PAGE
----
1. You can open up the files of the Reaction Buttons plugin and search for “wp_enqueue_style”. The first argument in that function is that stylesheets “handle”.
  2. If you don’t like touching code, install two plugins: Debug Bar, and Debug Bar Script and Style Dependencies. Once they are activated, go to any frontend page and in your admin bar you’ll see a link called “Debug”. Click on that and choose the tab called “Script and Style Dependencies”. Look through that list to find the handle of the Reaction Button stylesheet. Here’s what it looks like:

troubleshootingcss2

Now we know what the handle is, let’s add it to our child theme dependencies, like this:

wp_enqueue_style( ‘total-child-css’,
get_stylesheet_directory_uri() . ‘/style.css’, array(‘total-parent-css’, ‘reaction_buttons_css’), ‘1.0’, all );

That’s it! Now when you write custom styles in your child theme, they will automatically override any style in the Reactions Buttons plugin.

Cascading Can Get Complicated

Like all things in web development, this subject can get much more complicated. For example, WordPress enqueues all plugins alphabetically. If you are building a plugin with styles and you want it applied late, you’re kind of stuck.

There’s also the matter of CSS specificity. Themes sometimes create styles that are extremely specific; so, even if your new stylesheet is output later in the <head>, you still don’t override their styles unless you get even MORE specific. ToTheNew has a great article on specificity, as does Smashing Magazine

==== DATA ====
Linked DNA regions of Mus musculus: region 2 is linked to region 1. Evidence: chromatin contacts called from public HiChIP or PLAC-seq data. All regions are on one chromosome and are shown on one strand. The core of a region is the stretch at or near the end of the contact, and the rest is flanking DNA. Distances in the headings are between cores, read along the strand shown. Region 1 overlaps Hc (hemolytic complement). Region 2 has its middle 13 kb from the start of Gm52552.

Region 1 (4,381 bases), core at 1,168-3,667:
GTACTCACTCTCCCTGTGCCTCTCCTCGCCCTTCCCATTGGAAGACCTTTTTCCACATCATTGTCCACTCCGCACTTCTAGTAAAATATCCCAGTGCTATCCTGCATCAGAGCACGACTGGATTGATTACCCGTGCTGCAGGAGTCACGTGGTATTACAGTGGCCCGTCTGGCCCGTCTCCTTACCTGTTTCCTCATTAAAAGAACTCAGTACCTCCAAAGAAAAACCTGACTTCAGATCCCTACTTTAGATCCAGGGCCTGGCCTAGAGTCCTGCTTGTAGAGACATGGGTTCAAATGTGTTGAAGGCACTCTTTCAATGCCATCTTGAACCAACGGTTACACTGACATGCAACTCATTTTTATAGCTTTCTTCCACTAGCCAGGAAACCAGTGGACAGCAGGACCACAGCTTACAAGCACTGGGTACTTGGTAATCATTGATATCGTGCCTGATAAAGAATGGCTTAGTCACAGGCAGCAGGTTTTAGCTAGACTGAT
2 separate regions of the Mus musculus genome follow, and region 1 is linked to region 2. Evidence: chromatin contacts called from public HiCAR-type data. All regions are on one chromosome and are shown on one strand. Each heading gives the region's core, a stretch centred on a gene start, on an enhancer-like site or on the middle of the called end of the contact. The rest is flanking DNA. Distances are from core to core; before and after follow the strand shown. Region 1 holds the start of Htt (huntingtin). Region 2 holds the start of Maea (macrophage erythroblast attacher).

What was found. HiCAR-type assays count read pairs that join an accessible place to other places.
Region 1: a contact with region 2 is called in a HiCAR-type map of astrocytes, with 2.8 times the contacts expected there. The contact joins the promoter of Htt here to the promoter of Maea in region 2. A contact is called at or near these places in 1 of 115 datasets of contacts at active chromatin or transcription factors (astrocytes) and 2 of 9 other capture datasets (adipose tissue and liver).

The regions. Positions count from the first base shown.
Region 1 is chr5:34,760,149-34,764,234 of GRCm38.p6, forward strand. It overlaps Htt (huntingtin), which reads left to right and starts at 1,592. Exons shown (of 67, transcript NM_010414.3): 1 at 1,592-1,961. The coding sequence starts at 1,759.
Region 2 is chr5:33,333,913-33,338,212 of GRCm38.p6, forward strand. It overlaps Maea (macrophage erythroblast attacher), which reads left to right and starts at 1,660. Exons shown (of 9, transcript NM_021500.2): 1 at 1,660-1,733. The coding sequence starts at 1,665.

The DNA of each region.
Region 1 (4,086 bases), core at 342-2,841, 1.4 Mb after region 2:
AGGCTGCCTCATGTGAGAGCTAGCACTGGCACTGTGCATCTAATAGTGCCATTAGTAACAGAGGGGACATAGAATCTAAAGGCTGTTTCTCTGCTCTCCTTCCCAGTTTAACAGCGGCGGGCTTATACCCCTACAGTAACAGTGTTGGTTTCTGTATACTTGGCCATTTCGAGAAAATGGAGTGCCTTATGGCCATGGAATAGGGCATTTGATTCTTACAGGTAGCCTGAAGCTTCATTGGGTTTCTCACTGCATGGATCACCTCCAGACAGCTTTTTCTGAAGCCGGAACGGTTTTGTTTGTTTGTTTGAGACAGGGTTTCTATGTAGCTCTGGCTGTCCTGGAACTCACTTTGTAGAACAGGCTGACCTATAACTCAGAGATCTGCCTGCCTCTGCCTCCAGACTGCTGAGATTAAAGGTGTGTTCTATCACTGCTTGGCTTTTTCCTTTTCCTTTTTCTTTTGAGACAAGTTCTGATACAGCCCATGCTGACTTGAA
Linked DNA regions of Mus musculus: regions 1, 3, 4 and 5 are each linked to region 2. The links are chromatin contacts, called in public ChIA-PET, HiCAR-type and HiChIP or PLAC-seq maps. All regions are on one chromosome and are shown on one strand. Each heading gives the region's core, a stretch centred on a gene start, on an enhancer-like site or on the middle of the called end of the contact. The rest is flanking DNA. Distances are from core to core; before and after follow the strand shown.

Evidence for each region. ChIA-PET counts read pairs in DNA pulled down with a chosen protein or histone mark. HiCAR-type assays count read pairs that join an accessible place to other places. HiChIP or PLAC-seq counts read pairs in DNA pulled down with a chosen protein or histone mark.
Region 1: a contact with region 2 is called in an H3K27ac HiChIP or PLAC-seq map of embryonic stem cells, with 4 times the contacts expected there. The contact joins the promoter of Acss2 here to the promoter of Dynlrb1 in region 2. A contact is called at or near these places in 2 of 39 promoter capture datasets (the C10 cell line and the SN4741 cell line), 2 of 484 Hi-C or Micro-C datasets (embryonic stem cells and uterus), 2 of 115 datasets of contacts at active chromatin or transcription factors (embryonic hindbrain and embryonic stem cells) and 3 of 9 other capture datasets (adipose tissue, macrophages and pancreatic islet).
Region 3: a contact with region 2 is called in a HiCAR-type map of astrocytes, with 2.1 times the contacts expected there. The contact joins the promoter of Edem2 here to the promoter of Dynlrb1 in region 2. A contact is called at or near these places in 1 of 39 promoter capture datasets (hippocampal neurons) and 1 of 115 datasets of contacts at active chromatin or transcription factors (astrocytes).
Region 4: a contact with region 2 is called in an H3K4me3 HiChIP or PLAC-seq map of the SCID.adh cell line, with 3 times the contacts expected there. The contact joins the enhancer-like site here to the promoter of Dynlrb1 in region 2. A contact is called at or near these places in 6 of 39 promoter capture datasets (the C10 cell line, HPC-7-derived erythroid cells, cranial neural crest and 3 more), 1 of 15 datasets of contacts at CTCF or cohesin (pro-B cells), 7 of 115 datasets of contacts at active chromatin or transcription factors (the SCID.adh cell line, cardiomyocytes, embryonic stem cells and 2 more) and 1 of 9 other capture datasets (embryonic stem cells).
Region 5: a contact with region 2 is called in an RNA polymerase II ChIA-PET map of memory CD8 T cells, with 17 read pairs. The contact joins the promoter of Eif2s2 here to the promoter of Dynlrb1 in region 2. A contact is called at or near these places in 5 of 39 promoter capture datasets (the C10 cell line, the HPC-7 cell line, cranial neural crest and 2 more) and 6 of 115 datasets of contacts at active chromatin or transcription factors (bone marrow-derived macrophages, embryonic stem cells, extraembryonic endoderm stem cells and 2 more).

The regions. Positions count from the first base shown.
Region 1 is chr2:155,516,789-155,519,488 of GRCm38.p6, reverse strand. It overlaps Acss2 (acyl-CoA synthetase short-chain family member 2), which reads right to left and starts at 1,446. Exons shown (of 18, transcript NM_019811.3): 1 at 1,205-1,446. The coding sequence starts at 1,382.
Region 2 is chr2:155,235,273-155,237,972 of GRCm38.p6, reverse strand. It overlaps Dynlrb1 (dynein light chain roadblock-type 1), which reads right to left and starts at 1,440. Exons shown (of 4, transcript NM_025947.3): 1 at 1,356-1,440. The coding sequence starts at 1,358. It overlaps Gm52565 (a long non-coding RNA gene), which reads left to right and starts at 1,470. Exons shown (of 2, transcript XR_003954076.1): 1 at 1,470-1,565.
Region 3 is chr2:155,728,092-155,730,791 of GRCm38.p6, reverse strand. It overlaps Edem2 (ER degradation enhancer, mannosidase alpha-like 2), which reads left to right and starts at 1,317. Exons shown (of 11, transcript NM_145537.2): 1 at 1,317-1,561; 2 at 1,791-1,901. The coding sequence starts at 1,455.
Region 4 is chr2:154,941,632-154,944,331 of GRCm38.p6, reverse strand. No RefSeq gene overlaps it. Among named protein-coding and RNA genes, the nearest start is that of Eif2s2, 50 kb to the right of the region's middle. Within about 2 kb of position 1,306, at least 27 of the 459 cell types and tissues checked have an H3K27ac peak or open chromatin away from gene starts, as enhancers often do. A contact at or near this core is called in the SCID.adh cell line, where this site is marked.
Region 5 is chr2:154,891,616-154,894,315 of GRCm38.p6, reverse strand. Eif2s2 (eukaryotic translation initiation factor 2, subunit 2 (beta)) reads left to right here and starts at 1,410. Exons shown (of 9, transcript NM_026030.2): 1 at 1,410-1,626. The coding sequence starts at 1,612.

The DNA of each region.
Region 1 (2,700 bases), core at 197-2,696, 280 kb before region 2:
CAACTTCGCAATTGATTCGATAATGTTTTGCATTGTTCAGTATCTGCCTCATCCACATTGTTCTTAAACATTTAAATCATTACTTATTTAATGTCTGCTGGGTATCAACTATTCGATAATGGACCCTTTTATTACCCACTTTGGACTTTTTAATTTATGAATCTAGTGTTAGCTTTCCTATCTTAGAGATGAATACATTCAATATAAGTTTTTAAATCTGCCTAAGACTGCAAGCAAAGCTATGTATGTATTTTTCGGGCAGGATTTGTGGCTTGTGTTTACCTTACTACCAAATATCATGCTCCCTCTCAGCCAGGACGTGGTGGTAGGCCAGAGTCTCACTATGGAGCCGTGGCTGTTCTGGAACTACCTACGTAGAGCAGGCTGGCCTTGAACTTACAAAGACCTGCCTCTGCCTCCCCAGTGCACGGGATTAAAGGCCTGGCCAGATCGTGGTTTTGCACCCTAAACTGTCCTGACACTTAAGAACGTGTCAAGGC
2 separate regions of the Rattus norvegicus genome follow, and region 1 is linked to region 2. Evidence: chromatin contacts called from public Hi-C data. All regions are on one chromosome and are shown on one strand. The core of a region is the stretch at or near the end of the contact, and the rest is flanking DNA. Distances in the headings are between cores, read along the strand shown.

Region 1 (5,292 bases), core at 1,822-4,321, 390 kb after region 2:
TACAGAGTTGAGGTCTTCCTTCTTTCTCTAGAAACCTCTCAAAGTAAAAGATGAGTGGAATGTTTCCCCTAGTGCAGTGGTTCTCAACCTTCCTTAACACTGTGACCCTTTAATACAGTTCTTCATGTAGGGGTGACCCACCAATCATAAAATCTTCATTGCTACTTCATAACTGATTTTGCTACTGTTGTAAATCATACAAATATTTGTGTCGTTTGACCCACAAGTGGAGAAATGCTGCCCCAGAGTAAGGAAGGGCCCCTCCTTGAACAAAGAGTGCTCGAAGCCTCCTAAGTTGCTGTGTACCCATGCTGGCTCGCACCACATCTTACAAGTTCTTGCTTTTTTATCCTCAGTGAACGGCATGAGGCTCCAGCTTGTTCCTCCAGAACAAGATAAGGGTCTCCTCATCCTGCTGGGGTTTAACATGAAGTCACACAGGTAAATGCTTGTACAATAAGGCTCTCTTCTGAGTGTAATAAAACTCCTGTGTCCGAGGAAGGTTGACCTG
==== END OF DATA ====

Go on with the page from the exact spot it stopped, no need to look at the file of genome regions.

Lastly, understanding specificity, inheritance, and how WordPress enqueues stylesheets is extremely important for plugin authors who might be enqueueing multiple stylesheets. Ensuring proper dependencies can lighten the amount of CSS you have to write – just don’t forget that, if you declare a dependency and that stylesheet isn’t marked as output for some reason, then your stylesheet won’t be output either.

In Conclusion

With all that in mind, troubleshooting enqueue and cascading issues should be much more straightforward for you. Go in confidence and CSS away your heart’s content!

Comments

  • Luke

    A good practical tip. However that is exactly what the “Cascading” part of CSS is NOT.
    Cascading refers to the fact that styles are passed from parent to child. If I put a style of `font-family: Arial;` on the `body` element, then all elements within that body will adhere to that style until told otherwise. That is a cascade.
    What you are referring to is simply the fact that (assuming the same specificity) later styles overwrite earlier styles

    • Hi Luke,
      I take the “Cascade” to be broadly applicable to much of the functionality of how CSS works, both on the DOM and between stylesheets. What you are describing to me sounds much more like “inheritance” to me ( http://reference.sitepoint.com/css/inheritance ), but I think there’s so much overlap between the definition of “Cascade” and “inheritance” that I’d like to think the creators of CSS had the broadest definition of “Cascade” in mind when they named it.

      Thanks for reading and chiming in.

  • Mike Lamis

    Nice Tip on how CSS works on WordPress Framework. It is also best that you use a Normalize CSS on your WordPress . This will allow the general choice of the tag and elements on your site. I do a lot of “!important” on some sites. . . this is the indicator that the theme’s css is not well-organized.

    • Normalize is a great way to ensure better cross-browser compatibility and help avoid styling conflicts. But it really has to be enqueued before everything else, which if you’ve inherited a site is not always an option (at least not an easy one). I try to avoid !Important by using specificity instead whenever possible.

      Thanks for reading!

  • Martin

    Thank you for the information Matt! In my case, I have a not a child theme, how can I fix the problem? Thanks in advance.

  • D r Mohan

    very good explanation saved my day…CASCADING VERY IMP TO REMEMBER
    FOR CSS STYLING